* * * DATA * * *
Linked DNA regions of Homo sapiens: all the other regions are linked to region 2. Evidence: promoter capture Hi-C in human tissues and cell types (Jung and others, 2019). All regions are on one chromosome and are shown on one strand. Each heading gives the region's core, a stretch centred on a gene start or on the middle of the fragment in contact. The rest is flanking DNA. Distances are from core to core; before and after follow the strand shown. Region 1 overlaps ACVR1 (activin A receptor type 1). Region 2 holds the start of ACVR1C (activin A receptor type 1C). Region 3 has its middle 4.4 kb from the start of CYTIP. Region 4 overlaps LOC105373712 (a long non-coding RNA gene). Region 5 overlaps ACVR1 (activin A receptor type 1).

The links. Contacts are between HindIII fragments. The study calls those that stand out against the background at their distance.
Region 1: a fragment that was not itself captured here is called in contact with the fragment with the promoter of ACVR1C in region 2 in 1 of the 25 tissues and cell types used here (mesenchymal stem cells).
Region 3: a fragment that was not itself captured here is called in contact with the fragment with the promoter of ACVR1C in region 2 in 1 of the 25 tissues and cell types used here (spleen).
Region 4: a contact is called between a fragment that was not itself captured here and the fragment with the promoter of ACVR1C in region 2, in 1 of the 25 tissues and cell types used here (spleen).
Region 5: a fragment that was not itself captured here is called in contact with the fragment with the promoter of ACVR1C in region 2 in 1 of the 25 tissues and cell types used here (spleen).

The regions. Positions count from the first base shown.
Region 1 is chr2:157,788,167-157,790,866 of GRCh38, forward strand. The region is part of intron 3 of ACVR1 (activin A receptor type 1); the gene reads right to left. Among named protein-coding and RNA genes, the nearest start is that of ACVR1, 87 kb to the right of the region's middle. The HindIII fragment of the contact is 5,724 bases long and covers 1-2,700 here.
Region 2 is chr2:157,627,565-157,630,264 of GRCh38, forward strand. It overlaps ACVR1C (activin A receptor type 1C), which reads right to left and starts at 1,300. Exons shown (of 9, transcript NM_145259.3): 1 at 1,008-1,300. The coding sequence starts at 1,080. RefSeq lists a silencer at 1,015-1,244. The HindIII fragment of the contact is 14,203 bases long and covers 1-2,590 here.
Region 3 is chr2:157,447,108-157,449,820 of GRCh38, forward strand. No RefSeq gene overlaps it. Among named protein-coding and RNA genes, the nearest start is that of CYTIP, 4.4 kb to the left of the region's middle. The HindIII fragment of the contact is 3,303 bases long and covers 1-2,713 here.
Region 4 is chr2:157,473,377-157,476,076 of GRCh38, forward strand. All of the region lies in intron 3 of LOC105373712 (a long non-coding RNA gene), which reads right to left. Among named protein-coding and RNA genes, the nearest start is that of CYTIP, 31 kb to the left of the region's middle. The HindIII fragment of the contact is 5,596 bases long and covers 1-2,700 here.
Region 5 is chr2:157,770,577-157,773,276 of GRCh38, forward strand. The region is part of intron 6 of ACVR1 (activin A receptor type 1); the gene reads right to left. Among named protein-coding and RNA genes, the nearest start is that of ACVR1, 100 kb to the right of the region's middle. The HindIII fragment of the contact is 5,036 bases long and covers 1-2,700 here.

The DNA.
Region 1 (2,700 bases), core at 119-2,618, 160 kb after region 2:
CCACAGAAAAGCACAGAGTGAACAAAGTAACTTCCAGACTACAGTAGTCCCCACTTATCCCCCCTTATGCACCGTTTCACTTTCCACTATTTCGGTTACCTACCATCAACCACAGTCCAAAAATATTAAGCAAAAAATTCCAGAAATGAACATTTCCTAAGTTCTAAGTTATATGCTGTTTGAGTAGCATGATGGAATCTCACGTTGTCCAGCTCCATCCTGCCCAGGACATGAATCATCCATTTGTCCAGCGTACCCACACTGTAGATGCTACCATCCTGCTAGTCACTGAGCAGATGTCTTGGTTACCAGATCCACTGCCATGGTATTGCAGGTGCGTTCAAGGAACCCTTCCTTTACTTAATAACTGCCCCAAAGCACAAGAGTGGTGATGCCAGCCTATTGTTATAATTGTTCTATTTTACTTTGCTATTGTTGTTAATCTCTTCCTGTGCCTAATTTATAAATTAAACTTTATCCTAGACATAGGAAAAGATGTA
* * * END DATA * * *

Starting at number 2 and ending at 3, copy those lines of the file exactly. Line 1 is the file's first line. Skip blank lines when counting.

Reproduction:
The links. Contacts are between HindIII fragments. The study calls those that stand out against the background at their distance.
Region 1: a fragment that was not itself captured here is called in contact with the fragment with the promoter of ACVR1C in region 2 in 1 of the 25 tissues and cell types used here (mesenchymal stem cells).